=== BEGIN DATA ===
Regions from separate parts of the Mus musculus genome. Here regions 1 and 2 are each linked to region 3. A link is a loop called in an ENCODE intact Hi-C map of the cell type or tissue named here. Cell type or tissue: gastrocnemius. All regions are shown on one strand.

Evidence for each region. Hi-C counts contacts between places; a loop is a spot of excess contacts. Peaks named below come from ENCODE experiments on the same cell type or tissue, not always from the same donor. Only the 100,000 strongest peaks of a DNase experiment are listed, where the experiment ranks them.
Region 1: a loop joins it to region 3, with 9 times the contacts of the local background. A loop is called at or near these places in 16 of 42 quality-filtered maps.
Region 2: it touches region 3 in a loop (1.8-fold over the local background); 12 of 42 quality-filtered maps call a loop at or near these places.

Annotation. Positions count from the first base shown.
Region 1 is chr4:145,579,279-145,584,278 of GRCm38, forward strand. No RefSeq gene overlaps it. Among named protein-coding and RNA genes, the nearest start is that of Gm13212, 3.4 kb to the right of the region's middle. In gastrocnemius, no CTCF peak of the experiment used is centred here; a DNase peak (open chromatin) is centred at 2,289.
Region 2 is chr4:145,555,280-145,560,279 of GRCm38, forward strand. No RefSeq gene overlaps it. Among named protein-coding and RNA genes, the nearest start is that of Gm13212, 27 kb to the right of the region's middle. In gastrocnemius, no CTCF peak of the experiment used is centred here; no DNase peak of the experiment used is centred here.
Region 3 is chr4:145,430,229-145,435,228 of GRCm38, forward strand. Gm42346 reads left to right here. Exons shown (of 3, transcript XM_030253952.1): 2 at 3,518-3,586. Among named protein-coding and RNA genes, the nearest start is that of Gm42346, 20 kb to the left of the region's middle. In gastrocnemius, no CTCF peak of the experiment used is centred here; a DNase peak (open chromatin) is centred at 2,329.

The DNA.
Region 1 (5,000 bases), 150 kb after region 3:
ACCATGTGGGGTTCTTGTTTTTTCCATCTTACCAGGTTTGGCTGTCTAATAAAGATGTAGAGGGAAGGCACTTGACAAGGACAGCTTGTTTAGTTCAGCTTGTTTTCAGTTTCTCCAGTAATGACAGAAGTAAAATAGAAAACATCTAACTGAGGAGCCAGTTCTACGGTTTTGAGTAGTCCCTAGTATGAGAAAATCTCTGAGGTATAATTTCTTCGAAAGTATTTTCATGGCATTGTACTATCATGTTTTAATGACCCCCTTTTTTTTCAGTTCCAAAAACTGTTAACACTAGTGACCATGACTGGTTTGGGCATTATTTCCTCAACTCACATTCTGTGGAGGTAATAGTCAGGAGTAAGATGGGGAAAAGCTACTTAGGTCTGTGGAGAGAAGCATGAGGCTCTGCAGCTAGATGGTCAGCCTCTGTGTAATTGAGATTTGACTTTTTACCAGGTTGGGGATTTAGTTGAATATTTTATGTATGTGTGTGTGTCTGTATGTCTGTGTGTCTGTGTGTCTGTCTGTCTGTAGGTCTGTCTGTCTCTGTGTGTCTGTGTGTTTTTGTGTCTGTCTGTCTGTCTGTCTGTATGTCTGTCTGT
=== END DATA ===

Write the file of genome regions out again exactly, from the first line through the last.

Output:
Regions from separate parts of the Mus musculus genome. Here regions 1 and 2 are each linked to region 3. A link is a loop called in an ENCODE intact Hi-C map of the cell type or tissue named here. Cell type or tissue: gastrocnemius. All regions are shown on one strand.

Evidence for each region. Hi-C counts contacts between places; a loop is a spot of excess contacts. Peaks named below come from ENCODE experiments on the same cell type or tissue, not always from the same donor. Only the 100,000 strongest peaks of a DNase experiment are listed, where the experiment ranks them.
Region 1: a loop joins it to region 3, with 9 times the contacts of the local background. A loop is called at or near these places in 16 of 42 quality-filtered maps.
Region 2: it touches region 3 in a loop (1.8-fold over the local background); 12 of 42 quality-filtered maps call a loop at or near these places.

Annotation. Positions count from the first base shown.
Region 1 is chr4:145,579,279-145,584,278 of GRCm38, forward strand. No RefSeq gene overlaps it. Among named protein-coding and RNA genes, the nearest start is that of Gm13212, 3.4 kb to the right of the region's middle. In gastrocnemius, no CTCF peak of the experiment used is centred here; a DNase peak (open chromatin) is centred at 2,289.
Region 2 is chr4:145,555,280-145,560,279 of GRCm38, forward strand. No RefSeq gene overlaps it. Among named protein-coding and RNA genes, the nearest start is that of Gm13212, 27 kb to the right of the region's middle. In gastrocnemius, no CTCF peak of the experiment used is centred here; no DNase peak of the experiment used is centred here.
Region 3 is chr4:145,430,229-145,435,228 of GRCm38, forward strand. Gm42346 reads left to right here. Exons shown (of 3, transcript XM_030253952.1): 2 at 3,518-3,586. Among named protein-coding and RNA genes, the nearest start is that of Gm42346, 20 kb to the left of the region's middle. In gastrocnemius, no CTCF peak of the experiment used is centred here; a DNase peak (open chromatin) is centred at 2,329.

The DNA.
Region 1 (5,000 bases), 150 kb after region 3:
ACCATGTGGGGTTCTTGTTTTTTCCATCTTACCAGGTTTGGCTGTCTAATAAAGATGTAGAGGGAAGGCACTTGACAAGGACAGCTTGTTTAGTTCAGCTTGTTTTCAGTTTCTCCAGTAATGACAGAAGTAAAATAGAAAACATCTAACTGAGGAGCCAGTTCTACGGTTTTGAGTAGTCCCTAGTATGAGAAAATCTCTGAGGTATAATTTCTTCGAAAGTATTTTCATGGCATTGTACTATCATGTTTTAATGACCCCCTTTTTTTTCAGTTCCAAAAACTGTTAACACTAGTGACCATGACTGGTTTGGGCATTATTTCCTCAACTCACATTCTGTGGAGGTAATAGTCAGGAGTAAGATGGGGAAAAGCTACTTAGGTCTGTGGAGAGAAGCATGAGGCTCTGCAGCTAGATGGTCAGCCTCTGTGTAATTGAGATTTGACTTTTTACCAGGTTGGGGATTTAGTTGAATATTTTATGTATGTGTGTGTGTCTGTATGTCTGTGTGTCTGTGTGTCTGTCTGTCTGTAGGTCTGTCTGTCTCTGTGTGTCTGTGTGTTTTTGTGTCTGTCTGTCTGTCTGTCTGTATGTCTGTCTGT